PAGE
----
State-run media in North Korea has spoken out about the country’s most recent round of missile tests, saying they included in a series of practice firings meant to show the country’s ability to launch strategic nuclear bombs at probable targets in South Korea.
The drills, according to Kim, were “an evident warning and unmistakable demonstration” to the nation’s foes. Kim previously stated that the North’s development into nuclear power was unavoidable.
Though they wouldn’t be able to reach their arch-enemy, the US, the regime’s quick strategic nuclear missiles could potentially be employed against South Korea and Japan.
The state news agency KCNA reported on Monday that Kim had directed the test to begin in reaction to extensive naval exercises by South Korean and US forces.
The drills, which Pyongyang views as a practice for an invasion, were recently resumed by Tokyo and Washington, which included the mobilization of the nuclear-powered aircraft carrier USS Ronald Reagan to the seas off the east coast of South Korea. According to KCNA, North Korea decided to organize military exercises under the simulation of an actual war in response.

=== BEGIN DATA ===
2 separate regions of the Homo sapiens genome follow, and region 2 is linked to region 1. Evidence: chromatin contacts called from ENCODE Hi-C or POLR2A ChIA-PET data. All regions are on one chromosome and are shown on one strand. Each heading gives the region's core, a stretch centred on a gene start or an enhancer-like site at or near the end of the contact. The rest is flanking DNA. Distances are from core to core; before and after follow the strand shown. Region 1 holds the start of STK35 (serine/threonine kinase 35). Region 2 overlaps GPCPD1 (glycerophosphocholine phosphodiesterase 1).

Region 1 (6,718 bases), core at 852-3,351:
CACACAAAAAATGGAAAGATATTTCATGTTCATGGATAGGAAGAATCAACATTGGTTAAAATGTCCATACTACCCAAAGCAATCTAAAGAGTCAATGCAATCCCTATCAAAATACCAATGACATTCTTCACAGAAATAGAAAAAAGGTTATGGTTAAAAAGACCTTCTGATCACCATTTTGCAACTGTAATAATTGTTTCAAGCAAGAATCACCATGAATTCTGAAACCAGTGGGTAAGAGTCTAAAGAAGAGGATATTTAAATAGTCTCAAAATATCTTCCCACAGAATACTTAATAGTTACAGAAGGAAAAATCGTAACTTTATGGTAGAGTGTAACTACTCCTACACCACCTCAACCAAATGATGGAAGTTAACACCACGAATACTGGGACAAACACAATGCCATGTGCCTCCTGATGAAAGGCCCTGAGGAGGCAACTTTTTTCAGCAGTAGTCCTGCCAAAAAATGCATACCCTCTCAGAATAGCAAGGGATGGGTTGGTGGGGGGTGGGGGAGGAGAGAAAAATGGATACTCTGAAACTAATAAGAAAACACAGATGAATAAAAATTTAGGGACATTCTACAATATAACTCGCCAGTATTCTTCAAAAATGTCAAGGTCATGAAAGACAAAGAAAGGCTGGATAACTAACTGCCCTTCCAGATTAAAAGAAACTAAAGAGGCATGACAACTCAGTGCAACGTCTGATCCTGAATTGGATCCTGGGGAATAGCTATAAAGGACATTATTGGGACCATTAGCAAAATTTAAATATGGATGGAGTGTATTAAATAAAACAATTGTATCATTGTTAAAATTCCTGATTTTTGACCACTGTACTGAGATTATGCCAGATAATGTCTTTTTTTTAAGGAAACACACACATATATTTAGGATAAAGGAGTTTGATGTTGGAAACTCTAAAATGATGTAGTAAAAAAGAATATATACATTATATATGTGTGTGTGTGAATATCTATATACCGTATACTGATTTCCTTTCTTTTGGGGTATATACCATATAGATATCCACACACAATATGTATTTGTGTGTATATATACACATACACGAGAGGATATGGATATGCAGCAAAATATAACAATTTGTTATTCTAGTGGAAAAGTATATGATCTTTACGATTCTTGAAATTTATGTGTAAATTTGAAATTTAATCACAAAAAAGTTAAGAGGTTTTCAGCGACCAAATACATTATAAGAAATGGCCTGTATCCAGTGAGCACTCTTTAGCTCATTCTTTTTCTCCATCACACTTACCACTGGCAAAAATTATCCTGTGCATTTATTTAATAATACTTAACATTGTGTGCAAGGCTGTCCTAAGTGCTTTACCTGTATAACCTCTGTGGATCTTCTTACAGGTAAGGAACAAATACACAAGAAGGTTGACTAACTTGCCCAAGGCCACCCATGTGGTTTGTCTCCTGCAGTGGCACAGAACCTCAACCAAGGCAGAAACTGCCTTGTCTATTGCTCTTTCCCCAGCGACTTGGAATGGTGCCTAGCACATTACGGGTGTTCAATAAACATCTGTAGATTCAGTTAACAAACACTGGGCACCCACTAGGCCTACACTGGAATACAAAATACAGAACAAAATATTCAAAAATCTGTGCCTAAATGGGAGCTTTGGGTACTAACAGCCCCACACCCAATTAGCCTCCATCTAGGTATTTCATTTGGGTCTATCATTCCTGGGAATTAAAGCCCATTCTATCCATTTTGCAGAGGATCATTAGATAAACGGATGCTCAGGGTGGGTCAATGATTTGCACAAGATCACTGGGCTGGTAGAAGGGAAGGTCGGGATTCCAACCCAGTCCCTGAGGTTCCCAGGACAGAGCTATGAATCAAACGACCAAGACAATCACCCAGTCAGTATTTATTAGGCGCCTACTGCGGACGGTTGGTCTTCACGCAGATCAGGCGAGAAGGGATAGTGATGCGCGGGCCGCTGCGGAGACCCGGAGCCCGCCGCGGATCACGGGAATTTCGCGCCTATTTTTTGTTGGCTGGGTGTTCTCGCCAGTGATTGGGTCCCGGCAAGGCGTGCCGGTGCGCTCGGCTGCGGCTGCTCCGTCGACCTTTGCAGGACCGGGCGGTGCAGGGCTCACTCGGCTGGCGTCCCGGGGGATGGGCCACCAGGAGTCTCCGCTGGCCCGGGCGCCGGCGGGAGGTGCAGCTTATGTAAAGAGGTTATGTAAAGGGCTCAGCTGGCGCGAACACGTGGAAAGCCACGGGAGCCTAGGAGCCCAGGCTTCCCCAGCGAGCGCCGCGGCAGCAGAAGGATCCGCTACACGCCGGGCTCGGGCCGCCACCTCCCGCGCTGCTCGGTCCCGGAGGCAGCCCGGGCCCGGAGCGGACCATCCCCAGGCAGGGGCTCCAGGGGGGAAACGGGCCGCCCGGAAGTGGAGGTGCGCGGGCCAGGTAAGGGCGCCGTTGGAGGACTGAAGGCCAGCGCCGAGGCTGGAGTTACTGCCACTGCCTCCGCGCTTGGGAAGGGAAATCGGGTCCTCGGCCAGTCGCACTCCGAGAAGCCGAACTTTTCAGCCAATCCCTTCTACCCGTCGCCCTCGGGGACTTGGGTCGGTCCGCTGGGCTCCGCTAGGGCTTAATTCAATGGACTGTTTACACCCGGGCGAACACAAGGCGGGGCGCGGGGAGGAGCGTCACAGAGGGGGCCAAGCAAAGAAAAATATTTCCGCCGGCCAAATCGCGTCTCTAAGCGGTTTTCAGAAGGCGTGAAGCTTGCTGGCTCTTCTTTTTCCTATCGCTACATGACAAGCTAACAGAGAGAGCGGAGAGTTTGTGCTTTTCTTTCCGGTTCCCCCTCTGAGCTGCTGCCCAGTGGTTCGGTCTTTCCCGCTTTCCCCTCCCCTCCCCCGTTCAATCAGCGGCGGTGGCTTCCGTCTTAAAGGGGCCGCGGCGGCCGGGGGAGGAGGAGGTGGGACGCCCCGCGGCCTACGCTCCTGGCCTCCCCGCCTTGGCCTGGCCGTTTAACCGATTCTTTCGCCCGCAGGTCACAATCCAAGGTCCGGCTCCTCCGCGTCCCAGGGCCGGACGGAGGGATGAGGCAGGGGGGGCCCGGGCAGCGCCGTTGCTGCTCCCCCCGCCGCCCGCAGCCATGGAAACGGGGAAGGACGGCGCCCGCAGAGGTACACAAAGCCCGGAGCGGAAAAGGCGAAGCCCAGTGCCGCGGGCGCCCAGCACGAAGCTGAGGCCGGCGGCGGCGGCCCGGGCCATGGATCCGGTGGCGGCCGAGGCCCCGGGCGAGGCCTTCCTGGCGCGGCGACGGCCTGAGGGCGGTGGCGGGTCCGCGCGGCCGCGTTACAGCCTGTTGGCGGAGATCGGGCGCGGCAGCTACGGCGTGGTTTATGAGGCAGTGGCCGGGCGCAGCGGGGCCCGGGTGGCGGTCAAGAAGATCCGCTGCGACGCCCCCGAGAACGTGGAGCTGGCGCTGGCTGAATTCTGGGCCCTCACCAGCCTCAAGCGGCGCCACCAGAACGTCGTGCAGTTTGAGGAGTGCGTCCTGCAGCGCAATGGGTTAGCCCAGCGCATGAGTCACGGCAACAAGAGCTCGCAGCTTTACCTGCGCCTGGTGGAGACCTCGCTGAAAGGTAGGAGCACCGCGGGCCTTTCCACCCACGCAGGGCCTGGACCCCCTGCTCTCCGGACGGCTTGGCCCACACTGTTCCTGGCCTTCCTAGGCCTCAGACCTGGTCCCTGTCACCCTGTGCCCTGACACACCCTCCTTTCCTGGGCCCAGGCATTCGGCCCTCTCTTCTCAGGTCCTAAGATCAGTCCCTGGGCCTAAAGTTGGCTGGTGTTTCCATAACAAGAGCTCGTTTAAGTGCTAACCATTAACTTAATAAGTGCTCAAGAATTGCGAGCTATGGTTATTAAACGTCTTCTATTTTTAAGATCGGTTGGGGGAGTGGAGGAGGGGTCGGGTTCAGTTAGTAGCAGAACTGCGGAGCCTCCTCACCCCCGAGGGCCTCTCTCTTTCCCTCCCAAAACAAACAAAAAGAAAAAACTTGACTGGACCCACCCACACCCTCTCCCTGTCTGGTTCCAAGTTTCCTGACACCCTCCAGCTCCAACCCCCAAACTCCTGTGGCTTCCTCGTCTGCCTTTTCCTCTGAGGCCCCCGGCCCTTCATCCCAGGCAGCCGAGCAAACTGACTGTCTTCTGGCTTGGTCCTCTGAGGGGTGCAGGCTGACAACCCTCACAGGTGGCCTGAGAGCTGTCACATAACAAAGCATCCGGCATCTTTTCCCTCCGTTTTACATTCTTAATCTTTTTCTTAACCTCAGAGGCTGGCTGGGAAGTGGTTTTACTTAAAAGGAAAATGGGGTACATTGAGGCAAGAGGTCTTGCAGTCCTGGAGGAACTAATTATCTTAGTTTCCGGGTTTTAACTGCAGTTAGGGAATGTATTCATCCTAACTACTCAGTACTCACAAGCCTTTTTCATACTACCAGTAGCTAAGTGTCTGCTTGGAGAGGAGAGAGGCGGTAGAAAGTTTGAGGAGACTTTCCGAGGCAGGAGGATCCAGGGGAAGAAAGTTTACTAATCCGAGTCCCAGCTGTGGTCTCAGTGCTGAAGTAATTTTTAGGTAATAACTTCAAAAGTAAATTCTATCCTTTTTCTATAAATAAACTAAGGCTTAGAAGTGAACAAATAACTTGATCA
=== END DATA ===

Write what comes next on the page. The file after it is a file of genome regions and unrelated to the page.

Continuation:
The statements made by North Korea on Monday, according to Jeffrey Lewis, head of the East Asia Nonproliferation Program and professor at the Middlebury Institute of International Studies, suggested probable advancement in its missile program.
“What I find noteworthy is that these launches are portrayed as testing of the launchers rather than the weapons themselves. That implies that these systems are in use, Lewis tweeted.
The report, which confirmed that Kim personally oversaw the drills, stated that army units engaged in “the operation of nuclear warheads, staged military drills from 25 September to 9 October in order to check and analyze the war deterrent and nuclear retaliation capacity of the country.”